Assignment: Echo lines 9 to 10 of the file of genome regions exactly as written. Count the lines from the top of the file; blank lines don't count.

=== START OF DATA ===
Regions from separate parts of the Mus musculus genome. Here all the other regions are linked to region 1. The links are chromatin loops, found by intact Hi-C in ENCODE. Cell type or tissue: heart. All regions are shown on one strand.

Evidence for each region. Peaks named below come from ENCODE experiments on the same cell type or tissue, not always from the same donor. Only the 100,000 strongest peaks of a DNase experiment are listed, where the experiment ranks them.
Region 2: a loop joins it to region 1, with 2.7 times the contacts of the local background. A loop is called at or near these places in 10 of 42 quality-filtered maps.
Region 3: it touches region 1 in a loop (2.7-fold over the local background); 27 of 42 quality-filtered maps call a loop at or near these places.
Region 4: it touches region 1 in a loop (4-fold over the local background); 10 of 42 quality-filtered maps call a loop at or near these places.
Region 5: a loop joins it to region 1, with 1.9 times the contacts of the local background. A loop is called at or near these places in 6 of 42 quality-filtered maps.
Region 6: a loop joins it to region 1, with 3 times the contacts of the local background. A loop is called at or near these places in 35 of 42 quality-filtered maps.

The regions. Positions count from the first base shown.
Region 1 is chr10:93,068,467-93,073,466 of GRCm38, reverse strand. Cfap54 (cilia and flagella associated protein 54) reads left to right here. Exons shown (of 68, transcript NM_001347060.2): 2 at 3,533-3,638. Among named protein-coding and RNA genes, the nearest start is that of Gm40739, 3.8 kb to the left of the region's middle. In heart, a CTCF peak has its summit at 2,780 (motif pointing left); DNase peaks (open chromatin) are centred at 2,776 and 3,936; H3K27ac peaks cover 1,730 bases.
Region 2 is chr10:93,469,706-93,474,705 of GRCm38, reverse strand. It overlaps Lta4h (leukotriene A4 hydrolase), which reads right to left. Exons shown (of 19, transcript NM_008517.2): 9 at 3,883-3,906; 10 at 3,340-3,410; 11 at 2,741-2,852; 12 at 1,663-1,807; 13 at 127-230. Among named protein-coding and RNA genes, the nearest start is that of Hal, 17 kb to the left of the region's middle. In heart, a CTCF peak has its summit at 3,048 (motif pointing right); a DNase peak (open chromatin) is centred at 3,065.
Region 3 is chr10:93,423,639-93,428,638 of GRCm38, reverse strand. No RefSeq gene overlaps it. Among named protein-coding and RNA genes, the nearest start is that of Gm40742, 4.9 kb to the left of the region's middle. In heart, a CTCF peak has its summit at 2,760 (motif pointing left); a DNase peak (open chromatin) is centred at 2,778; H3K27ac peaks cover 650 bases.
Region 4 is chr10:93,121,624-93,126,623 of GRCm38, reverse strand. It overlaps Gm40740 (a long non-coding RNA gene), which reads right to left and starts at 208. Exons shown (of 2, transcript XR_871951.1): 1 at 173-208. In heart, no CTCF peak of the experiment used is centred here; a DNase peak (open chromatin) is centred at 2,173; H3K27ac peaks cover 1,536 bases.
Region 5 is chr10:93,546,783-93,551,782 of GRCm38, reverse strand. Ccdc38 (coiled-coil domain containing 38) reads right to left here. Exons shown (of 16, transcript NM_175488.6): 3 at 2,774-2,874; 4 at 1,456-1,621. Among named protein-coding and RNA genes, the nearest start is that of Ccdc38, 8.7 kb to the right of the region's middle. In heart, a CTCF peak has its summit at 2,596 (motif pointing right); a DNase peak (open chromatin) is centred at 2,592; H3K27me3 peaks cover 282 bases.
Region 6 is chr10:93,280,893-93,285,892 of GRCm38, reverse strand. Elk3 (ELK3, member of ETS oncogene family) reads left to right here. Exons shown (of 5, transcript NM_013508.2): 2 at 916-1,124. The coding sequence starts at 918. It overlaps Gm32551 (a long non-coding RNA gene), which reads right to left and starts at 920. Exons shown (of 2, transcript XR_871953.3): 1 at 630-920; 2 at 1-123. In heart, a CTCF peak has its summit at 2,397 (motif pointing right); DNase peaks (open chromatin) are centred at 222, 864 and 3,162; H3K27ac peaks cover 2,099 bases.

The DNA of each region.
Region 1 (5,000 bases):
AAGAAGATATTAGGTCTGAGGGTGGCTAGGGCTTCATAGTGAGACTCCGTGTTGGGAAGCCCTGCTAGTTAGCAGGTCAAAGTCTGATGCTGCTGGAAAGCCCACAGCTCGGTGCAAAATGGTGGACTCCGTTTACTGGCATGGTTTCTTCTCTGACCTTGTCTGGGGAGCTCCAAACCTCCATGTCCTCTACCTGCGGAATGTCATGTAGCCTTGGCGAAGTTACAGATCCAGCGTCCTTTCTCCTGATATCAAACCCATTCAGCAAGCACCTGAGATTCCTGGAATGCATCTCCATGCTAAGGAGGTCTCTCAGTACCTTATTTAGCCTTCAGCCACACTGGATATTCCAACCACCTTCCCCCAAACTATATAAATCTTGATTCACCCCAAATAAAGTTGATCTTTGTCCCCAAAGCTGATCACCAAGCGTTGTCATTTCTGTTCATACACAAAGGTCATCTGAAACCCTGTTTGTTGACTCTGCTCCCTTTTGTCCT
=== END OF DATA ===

Region 1 is chr10:93,068,467-93,073,466 of GRCm38, reverse strand. Cfap54 (cilia and flagella associated protein 54) reads left to right here. Exons shown (of 68, transcript NM_001347060.2): 2 at 3,533-3,638. Among named protein-coding and RNA genes, the nearest start is that of Gm40739, 3.8 kb to the left of the region's middle. In heart, a CTCF peak has its summit at 2,780 (motif pointing left); DNase peaks (open chromatin) are centred at 2,776 and 3,936; H3K27ac peaks cover 1,730 bases.
Region 2 is chr10:93,469,706-93,474,705 of GRCm38, reverse strand. It overlaps Lta4h (leukotriene A4 hydrolase), which reads right to left. Exons shown (of 19, transcript NM_008517.2): 9 at 3,883-3,906; 10 at 3,340-3,410; 11 at 2,741-2,852; 12 at 1,663-1,807; 13 at 127-230. Among named protein-coding and RNA genes, the nearest start is that of Hal, 17 kb to the left of the region's middle. In heart, a CTCF peak has its summit at 3,048 (motif pointing right); a DNase peak (open chromatin) is centred at 3,065.